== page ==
Fall Kayak Fishing Baits #2: Senko

I mean, I really can’t think of a time when a senko isn’t on my kayak and ready to be thrown. Senkos are hated by some and loved by many, myself included. Love them or hate them, senkos work year-round. 

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In the early spring and fall, things can slow down a bit and there have been plenty of instances where casting a senko and just letting it sit has been the most effective presentation. 

I’m not sure that I’m a believer that the color of a senko makes much of a difference but that being said, I’m a big fan of green pumpkin. 

Fall Kayak Fishing Baits #3: Spook

When I think about fishing in the fall, my mind almost always goes straight to thinking about colder weather. Eventually, this happens in fall but in the early days of the season, the cold hasn’t quite taken over and the water temps will remain warmer despite the air temperatures dropping at night. 

Here in the Northeast, the cold air comes in quick so it can be easy to want to throw something more subtle. The reality is, the early fall is my favorite time to throw topwater, specifically a spook. There’s something about fishing spook that is not only fun but also really satisfying when you catch a monster on it. 

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Walking a spook creates one of my favorite sounds and when that’s disrupted by a bass attacking it, things just don’t get much better than that.

Fall Kayak Fishing Baits #4: Dropshot

When the cold of fall sets in, bass can start retreating towards deeper water. Here in the Northeast, our smallmouth will start to school up in certain spots. This is where a dropshot will excel. Once you hit a school of these fish, it’s game on, cast after cast of smallmouth bass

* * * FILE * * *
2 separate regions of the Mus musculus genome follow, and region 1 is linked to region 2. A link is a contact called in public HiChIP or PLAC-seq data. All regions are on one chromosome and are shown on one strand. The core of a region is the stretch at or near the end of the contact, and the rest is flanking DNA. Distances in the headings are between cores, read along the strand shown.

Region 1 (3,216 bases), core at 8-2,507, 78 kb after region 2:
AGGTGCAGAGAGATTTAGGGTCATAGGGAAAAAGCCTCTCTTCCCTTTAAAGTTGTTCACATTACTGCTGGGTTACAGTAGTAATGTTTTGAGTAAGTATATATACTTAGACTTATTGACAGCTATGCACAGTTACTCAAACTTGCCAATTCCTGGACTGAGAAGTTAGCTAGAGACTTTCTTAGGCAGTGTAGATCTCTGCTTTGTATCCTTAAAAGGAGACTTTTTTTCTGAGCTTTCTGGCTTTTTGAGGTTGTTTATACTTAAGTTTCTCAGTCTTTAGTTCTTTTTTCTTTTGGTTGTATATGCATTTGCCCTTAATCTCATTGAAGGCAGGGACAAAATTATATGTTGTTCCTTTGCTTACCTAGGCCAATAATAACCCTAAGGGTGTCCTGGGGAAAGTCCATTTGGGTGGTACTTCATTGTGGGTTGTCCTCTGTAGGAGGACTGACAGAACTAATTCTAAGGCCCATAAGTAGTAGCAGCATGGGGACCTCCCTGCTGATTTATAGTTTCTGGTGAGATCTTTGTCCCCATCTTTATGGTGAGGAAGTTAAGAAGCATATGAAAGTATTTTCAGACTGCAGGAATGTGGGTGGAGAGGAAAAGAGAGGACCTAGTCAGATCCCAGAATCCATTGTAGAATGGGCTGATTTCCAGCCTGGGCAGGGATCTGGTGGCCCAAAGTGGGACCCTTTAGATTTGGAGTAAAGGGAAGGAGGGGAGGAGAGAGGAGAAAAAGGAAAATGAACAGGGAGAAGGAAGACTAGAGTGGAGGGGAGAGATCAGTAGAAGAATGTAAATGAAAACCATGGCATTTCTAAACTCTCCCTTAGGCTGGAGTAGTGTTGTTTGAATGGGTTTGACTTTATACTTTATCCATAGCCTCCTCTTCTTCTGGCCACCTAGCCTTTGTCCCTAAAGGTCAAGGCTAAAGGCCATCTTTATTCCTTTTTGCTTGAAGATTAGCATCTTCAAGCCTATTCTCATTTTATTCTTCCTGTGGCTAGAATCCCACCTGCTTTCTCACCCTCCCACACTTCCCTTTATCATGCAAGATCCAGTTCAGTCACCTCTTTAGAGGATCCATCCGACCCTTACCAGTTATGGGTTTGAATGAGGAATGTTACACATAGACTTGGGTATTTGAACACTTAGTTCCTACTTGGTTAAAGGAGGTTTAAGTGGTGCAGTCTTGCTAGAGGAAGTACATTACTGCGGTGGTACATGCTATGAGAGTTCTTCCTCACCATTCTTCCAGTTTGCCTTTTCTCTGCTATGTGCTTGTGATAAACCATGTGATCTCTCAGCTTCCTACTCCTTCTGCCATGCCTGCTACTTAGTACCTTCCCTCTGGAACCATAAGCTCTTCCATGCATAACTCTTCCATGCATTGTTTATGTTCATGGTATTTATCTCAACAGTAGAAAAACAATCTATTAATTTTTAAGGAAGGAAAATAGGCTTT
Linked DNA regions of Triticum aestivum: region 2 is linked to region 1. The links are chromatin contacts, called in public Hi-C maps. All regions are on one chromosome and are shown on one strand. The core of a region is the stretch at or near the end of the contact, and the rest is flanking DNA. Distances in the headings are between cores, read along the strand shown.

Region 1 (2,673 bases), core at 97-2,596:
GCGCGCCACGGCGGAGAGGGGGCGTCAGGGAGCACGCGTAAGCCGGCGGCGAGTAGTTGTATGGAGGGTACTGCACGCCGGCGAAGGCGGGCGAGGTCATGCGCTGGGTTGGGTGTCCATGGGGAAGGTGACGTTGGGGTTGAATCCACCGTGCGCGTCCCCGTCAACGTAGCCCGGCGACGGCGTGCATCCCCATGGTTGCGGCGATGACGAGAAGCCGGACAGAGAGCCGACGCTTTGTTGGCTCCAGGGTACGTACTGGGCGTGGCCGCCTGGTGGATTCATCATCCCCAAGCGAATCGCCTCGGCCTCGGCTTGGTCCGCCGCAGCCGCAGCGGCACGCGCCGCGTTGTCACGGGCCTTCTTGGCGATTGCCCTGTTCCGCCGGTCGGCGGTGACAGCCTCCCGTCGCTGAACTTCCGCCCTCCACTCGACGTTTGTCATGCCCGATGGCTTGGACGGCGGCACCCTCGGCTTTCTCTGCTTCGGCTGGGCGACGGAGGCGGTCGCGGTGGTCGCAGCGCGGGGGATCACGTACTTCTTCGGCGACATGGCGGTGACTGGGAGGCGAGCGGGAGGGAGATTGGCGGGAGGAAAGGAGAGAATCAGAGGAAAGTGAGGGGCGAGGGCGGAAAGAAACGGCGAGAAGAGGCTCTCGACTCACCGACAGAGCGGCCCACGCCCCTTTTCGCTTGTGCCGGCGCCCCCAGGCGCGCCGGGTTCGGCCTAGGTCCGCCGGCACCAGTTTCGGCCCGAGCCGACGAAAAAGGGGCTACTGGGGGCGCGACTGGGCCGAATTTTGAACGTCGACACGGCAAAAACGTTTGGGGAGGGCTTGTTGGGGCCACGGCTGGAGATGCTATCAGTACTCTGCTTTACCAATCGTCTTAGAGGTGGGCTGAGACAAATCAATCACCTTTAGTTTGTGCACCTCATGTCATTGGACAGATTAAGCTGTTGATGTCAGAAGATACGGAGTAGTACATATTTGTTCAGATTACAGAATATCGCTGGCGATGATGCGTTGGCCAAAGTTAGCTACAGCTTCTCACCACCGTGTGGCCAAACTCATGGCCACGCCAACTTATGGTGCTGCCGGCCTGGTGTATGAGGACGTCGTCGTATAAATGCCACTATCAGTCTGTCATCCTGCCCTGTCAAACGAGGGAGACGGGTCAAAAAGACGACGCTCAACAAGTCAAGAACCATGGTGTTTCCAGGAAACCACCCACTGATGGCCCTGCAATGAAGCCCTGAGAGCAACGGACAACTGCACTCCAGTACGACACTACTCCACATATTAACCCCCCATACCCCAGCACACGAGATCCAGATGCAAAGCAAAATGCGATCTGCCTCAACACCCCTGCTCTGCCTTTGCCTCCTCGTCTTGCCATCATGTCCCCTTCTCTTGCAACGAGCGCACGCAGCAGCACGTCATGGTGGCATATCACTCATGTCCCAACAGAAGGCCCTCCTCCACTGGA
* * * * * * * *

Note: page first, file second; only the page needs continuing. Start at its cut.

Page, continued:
When fall hits, I tend to change my dropshot bait up a bit. My go-to dropshot bait is the Z-drop by Zoom. I’ve had the most luck with this bait and it’s pretty much all I use when throwing a dropshot, the only thing I’ll change is the color. During the warmer months, I’ll use a green pumpkin color. 

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In the fall, I change this color to the purple smoke color. 

This color is more transparent and subtle. In my experience, it can get a bass to bite in tough conditions.

Fall Kayak Fishing Baits #5: Spinnerbait

It feels a bit like cheating to include spinnerbaits on a list that already has chatterbaits, but there are many instances when there’s just no substitute for the flash of a Colorado blade. The reality is, chatterbaits require a certain amount of speed for the lure to work effectively. Spinnerbaits can be retrieved slower, go deeper, and create more flash in the water than chatterbaits. You can learn more about chatterbaits vs spinnerbaits here

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When it comes to throwing spinnerbaits, I keep it simple, typically throwing a white spinnerbait with varying blade types and colors. 

Every so often, I’ll use a white with some chartreuse in murky water. Spinnerbaits are one of those great versatile lures that even on the toughest days will eventually catch fish.